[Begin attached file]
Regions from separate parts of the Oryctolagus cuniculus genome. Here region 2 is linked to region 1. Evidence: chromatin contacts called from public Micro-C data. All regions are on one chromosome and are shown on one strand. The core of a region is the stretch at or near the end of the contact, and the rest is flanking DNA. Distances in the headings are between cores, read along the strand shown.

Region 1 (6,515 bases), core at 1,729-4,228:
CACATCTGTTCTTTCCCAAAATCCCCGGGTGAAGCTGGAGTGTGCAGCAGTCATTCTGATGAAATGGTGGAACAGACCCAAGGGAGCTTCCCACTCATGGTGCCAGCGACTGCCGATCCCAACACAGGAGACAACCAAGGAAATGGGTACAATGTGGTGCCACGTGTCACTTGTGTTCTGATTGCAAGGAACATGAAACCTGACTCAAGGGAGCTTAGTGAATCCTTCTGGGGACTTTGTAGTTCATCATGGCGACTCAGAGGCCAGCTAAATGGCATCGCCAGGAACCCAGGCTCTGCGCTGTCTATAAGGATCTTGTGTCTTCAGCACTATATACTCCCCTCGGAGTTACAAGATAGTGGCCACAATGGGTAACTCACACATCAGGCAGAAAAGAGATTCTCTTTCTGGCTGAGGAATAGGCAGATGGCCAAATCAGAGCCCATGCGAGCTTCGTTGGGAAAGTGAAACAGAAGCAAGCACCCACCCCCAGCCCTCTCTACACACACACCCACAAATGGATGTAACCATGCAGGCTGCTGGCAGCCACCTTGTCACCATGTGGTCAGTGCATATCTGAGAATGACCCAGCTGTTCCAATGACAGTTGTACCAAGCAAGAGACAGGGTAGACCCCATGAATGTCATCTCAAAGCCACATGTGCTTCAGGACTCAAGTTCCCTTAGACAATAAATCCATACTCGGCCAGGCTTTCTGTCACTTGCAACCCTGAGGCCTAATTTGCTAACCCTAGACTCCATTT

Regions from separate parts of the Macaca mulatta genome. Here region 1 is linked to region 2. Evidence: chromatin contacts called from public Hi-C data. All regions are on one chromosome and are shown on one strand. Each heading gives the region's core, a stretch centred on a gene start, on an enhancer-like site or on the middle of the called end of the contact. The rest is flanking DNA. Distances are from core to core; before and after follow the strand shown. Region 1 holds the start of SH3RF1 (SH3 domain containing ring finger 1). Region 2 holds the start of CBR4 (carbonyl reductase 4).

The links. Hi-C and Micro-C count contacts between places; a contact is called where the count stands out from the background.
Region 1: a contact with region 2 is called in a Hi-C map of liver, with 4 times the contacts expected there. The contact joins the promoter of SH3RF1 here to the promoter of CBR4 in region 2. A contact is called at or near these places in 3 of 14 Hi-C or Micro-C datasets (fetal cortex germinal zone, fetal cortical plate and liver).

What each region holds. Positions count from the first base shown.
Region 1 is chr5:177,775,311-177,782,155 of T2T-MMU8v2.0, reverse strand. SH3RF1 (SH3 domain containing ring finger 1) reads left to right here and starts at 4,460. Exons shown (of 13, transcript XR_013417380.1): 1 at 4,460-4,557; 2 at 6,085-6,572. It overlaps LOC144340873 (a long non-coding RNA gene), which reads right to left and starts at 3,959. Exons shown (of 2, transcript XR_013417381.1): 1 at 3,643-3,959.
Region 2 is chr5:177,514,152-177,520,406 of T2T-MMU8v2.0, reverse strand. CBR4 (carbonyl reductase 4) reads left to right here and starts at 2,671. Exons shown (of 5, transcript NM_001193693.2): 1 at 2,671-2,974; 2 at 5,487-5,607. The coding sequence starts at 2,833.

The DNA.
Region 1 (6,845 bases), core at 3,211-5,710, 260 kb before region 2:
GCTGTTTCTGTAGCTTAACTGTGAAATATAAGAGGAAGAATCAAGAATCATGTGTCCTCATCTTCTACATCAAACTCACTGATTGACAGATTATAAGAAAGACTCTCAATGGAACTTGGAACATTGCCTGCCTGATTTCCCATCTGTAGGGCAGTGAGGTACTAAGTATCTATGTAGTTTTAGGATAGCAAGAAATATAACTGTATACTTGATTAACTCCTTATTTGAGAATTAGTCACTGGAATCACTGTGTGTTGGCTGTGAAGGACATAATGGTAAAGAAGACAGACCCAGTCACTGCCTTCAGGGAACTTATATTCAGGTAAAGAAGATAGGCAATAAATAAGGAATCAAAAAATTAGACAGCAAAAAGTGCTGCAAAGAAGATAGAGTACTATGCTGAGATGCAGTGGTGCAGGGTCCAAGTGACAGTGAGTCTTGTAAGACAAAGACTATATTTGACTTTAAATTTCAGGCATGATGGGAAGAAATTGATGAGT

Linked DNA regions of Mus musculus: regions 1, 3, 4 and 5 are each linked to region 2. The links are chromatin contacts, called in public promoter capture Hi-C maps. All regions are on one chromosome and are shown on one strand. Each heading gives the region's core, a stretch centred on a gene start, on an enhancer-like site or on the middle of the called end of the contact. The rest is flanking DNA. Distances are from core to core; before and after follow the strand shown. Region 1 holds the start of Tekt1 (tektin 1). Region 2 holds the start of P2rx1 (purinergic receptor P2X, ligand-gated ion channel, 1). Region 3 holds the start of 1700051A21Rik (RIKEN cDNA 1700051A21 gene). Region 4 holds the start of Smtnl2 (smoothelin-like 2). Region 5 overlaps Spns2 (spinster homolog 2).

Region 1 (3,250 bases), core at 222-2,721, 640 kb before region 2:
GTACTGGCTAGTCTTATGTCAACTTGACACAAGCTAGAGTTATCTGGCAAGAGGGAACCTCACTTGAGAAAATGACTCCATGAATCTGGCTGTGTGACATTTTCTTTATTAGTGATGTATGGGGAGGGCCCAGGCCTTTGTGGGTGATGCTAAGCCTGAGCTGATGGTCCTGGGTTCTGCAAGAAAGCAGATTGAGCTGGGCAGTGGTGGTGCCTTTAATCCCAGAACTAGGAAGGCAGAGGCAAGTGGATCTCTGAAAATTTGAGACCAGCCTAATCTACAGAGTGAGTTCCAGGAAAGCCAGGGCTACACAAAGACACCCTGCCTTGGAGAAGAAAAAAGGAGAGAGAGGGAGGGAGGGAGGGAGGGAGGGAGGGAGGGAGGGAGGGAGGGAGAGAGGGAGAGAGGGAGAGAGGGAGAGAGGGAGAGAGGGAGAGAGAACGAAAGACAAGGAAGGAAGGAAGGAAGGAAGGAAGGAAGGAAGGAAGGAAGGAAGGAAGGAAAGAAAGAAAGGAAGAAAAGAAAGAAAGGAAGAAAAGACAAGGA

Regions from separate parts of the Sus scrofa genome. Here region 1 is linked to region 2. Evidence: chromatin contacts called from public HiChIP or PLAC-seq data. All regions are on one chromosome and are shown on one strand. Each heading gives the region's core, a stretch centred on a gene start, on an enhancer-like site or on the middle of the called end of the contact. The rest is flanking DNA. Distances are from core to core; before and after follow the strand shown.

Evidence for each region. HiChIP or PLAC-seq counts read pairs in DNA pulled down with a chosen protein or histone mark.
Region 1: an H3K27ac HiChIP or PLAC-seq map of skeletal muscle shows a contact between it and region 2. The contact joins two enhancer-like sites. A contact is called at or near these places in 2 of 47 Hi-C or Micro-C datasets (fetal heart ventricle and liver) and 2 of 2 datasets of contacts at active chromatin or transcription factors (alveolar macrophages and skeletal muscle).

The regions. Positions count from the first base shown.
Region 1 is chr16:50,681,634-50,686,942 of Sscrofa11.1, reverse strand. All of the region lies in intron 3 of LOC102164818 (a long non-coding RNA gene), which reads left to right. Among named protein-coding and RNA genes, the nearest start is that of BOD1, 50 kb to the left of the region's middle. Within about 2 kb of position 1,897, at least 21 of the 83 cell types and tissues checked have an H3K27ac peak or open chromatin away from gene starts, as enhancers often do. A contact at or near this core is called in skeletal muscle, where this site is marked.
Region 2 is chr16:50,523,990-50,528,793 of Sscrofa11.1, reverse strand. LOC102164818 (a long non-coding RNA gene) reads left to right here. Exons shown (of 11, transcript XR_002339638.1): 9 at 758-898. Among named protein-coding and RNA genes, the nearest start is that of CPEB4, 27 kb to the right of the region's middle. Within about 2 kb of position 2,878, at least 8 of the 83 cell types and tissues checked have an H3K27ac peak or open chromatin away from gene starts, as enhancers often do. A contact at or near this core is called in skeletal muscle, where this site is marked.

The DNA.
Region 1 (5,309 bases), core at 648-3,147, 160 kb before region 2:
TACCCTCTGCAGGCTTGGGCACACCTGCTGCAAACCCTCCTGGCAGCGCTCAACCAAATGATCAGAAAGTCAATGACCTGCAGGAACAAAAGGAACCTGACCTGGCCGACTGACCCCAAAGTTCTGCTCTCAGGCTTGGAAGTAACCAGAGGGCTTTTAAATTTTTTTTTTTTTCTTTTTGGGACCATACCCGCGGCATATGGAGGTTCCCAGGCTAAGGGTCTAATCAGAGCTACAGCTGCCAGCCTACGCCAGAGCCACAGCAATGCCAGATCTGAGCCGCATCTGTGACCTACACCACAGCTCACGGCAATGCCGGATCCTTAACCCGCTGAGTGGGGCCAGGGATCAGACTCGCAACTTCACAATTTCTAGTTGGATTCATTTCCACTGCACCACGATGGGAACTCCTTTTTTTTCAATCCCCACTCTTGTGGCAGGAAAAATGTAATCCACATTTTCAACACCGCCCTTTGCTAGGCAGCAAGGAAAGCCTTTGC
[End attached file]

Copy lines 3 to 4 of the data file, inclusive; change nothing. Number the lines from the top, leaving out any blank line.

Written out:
CACATCTGTTCTTTCCCAAAATCCCCGGGTGAAGCTGGAGTGTGCAGCAGTCATTCTGATGAAATGGTGGAACAGACCCAAGGGAGCTTCCCACTCATGGTGCCAGCGACTGCCGATCCCAACACAGGAGACAACCAAGGAAATGGGTACAATGTGGTGCCACGTGTCACTTGTGTTCTGATTGCAAGGAACATGAAACCTGACTCAAGGGAGCTTAGTGAATCCTTCTGGGGACTTTGTAGTTCATCATGGCGACTCAGAGGCCAGCTAAATGGCATCGCCAGGAACCCAGGCTCTGCGCTGTCTATAAGGATCTTGTGTCTTCAGCACTATATACTCCCCTCGGAGTTACAAGATAGTGGCCACAATGGGTAACTCACACATCAGGCAGAAAAGAGATTCTCTTTCTGGCTGAGGAATAGGCAGATGGCCAAATCAGAGCCCATGCGAGCTTCGTTGGGAAAGTGAAACAGAAGCAAGCACCCACCCCCAGCCCTCTCTACACACACACCCACAAATGGATGTAACCATGCAGGCTGCTGGCAGCCACCTTGTCACCATGTGGTCAGTGCATATCTGAGAATGACCCAGCTGTTCCAATGACAGTTGTACCAAGCAAGAGACAGGGTAGACCCCATGAATGTCATCTCAAAGCCACATGTGCTTCAGGACTCAAGTTCCCTTAGACAATAAATCCATACTCGGCCAGGCTTTCTGTCACTTGCAACCCTGAGGCCTAATTTGCTAACCCTAGACTCCATTT

Regions from separate parts of the Macaca mulatta genome. Here region 1 is linked to region 2. Evidence: chromatin contacts called from public Hi-C data. All regions are on one chromosome and are shown on one strand. Each heading gives the region's core, a stretch centred on a gene start, on an enhancer-like site or on the middle of the called end of the contact. The rest is flanking DNA. Distances are from core to core; before and after follow the strand shown. Region 1 holds the start of SH3RF1 (SH3 domain containing ring finger 1). Region 2 holds the start of CBR4 (carbonyl reductase 4).